This vigorous watercolor from the beginning of the artist's stay in Rome has both rural and classical elements.
Jean Honoré Fragonard (1732-1806), La Terrasse (The Terrace), watercolor with gouache, pen and brown ink, traces of black pencil, 19.5 x 25.5 cm/7.7 x 10 in.
Did this landscape exist or did Jean-Honoré Fragonard invent it? The result is charming, at any rate, with oxen jostling each other to drink at a Roman marble sarcophagus transformed into a trough, peasants and gardeners at work, flowers and brambles growing here and there, a girl milking a cow, a ruin housing a stable, and a ladder carelessly placed on the ground. Above this scene, there is a classical, well-ordered park with an orange tree in a wooden planter and sculptures dotting the terraces. The upper part of the drawing returns to the foliage of the trees. This is Man and Nature in harmony. The work evokes a small group of washes from 1758 - 1760, including Parc d’une villa italienne (Park in an Italian Villa) now owned by Geneva collector Jean Bonna, and Scène dans un parc (Scene in a Park) in the Cleveland Museum.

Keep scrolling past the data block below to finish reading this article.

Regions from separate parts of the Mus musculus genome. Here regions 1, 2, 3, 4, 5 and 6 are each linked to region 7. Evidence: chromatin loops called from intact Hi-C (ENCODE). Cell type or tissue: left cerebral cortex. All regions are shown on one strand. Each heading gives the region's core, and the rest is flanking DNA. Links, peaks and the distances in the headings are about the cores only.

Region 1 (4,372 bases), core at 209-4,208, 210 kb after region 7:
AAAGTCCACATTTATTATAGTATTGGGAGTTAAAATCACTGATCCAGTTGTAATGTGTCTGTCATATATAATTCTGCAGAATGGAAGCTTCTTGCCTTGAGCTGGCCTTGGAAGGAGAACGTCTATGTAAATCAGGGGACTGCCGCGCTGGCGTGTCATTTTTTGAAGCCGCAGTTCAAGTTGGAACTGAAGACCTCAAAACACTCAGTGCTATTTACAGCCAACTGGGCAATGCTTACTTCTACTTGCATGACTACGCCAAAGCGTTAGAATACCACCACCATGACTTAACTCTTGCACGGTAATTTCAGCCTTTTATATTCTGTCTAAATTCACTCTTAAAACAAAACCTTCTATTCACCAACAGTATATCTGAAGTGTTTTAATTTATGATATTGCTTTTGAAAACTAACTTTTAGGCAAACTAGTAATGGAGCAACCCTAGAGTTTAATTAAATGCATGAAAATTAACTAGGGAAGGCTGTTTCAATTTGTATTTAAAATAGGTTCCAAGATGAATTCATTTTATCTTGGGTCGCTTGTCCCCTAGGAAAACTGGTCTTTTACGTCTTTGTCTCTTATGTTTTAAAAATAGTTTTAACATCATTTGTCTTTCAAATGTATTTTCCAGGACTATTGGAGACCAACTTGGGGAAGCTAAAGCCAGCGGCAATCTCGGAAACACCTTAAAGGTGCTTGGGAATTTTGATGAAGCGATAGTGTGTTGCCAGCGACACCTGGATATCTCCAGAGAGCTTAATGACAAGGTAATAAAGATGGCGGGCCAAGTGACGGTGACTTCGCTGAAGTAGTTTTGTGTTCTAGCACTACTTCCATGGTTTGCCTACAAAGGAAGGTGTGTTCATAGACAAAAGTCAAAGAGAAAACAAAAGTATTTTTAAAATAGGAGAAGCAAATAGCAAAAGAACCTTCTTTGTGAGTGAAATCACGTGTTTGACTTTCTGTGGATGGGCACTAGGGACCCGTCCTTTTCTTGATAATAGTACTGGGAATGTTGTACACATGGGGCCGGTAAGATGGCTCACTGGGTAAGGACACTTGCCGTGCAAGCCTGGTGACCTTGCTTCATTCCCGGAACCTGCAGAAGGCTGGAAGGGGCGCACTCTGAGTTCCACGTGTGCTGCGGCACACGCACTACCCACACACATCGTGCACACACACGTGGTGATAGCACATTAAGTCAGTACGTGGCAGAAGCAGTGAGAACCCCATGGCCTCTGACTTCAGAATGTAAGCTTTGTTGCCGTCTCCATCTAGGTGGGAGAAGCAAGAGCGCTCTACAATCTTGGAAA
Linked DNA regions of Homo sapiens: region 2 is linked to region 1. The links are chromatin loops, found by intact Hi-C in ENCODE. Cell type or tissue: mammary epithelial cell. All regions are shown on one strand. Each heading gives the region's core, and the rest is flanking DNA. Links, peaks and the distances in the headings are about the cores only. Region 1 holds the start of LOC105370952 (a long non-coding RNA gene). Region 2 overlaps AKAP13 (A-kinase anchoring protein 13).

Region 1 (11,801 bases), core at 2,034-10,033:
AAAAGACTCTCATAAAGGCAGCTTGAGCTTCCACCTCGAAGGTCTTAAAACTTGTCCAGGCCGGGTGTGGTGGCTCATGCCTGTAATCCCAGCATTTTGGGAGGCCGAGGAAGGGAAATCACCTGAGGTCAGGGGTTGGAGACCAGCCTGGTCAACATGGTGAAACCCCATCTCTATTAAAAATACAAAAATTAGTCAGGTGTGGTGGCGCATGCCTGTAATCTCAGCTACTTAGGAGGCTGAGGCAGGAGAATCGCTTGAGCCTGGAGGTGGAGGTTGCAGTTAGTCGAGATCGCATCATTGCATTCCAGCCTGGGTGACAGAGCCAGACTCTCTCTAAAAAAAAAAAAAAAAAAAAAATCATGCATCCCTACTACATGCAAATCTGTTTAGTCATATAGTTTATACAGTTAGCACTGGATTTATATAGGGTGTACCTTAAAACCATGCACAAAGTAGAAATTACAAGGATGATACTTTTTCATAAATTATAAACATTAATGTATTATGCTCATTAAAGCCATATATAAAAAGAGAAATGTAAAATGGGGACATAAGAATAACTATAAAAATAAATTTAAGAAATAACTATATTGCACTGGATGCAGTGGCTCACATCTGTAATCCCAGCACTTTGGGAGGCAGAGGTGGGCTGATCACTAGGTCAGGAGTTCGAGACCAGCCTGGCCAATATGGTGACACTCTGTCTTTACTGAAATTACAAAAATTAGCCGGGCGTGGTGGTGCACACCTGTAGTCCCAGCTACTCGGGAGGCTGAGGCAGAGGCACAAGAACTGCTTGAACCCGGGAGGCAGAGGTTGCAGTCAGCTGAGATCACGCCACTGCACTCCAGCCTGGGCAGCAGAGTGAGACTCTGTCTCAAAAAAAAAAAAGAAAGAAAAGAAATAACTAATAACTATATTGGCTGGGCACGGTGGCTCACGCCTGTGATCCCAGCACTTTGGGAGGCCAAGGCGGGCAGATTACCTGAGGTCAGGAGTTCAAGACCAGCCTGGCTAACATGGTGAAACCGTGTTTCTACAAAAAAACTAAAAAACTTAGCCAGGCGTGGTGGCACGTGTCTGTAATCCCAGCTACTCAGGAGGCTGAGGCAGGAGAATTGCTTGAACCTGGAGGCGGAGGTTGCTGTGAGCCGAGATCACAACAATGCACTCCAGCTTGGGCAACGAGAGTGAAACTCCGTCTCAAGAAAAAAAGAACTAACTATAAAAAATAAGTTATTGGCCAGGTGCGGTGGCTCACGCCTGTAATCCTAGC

Admitted to the French Academy in Rome in late 1756 by Charles-Joseph Natoire, Fragonard, initially somewhat at sea, soon found his models. He was helped with this by two decisive friendships with Hubert Robert, who had already been in the Eternal City for two years, and the Abbé de Saint-Non, a wealthy young art lover who arrived in 1759 and immediately conceived a boundless admiration for him, taking him to work in Tivoli. These five energetic years were among Fragonard's most productive, enabling him to enter Paris in September 1761 as an accomplished painter, with Saint-Non as his patron.